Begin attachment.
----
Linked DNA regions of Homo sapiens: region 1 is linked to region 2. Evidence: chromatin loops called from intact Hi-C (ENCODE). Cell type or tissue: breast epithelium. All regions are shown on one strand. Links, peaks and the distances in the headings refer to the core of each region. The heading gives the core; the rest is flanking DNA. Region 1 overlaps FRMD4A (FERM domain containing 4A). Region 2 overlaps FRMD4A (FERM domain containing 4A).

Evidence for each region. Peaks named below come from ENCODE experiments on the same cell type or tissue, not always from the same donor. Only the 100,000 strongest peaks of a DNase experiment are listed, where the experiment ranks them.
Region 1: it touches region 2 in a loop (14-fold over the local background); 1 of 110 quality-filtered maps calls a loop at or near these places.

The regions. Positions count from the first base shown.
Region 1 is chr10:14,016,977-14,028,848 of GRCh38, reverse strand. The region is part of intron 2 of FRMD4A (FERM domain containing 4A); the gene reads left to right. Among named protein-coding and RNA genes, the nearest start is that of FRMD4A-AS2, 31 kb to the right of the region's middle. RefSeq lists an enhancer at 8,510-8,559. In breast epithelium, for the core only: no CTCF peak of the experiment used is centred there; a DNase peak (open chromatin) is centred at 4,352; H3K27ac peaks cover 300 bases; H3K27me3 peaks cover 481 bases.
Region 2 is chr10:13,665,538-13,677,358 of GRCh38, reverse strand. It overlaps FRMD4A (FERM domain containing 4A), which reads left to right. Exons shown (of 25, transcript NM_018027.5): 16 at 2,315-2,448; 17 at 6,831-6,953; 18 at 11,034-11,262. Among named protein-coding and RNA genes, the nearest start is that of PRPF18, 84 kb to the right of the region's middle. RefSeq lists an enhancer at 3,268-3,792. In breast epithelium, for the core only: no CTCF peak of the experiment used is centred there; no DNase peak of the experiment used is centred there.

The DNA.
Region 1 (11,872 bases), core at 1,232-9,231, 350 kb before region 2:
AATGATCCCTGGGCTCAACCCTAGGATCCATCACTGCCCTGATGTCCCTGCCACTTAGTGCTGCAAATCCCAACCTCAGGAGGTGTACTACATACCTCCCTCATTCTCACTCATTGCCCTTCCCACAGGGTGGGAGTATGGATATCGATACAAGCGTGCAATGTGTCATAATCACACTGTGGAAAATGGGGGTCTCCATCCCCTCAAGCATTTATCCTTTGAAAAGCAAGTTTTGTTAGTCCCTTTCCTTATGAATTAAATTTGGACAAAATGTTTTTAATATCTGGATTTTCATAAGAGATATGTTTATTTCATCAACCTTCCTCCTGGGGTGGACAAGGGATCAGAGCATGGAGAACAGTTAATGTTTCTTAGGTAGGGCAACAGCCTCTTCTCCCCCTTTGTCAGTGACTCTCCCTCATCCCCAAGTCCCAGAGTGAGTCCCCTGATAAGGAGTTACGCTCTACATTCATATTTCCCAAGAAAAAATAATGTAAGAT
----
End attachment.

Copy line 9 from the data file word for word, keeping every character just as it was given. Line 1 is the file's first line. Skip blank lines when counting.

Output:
AATGATCCCTGGGCTCAACCCTAGGATCCATCACTGCCCTGATGTCCCTGCCACTTAGTGCTGCAAATCCCAACCTCAGGAGGTGTACTACATACCTCCCTCATTCTCACTCATTGCCCTTCCCACAGGGTGGGAGTATGGATATCGATACAAGCGTGCAATGTGTCATAATCACACTGTGGAAAATGGGGGTCTCCATCCCCTCAAGCATTTATCCTTTGAAAAGCAAGTTTTGTTAGTCCCTTTCCTTATGAATTAAATTTGGACAAAATGTTTTTAATATCTGGATTTTCATAAGAGATATGTTTATTTCATCAACCTTCCTCCTGGGGTGGACAAGGGATCAGAGCATGGAGAACAGTTAATGTTTCTTAGGTAGGGCAACAGCCTCTTCTCCCCCTTTGTCAGTGACTCTCCCTCATCCCCAAGTCCCAGAGTGAGTCCCCTGATAAGGAGTTACGCTCTACATTCATATTTCCCAAGAAAAAATAATGTAAGAT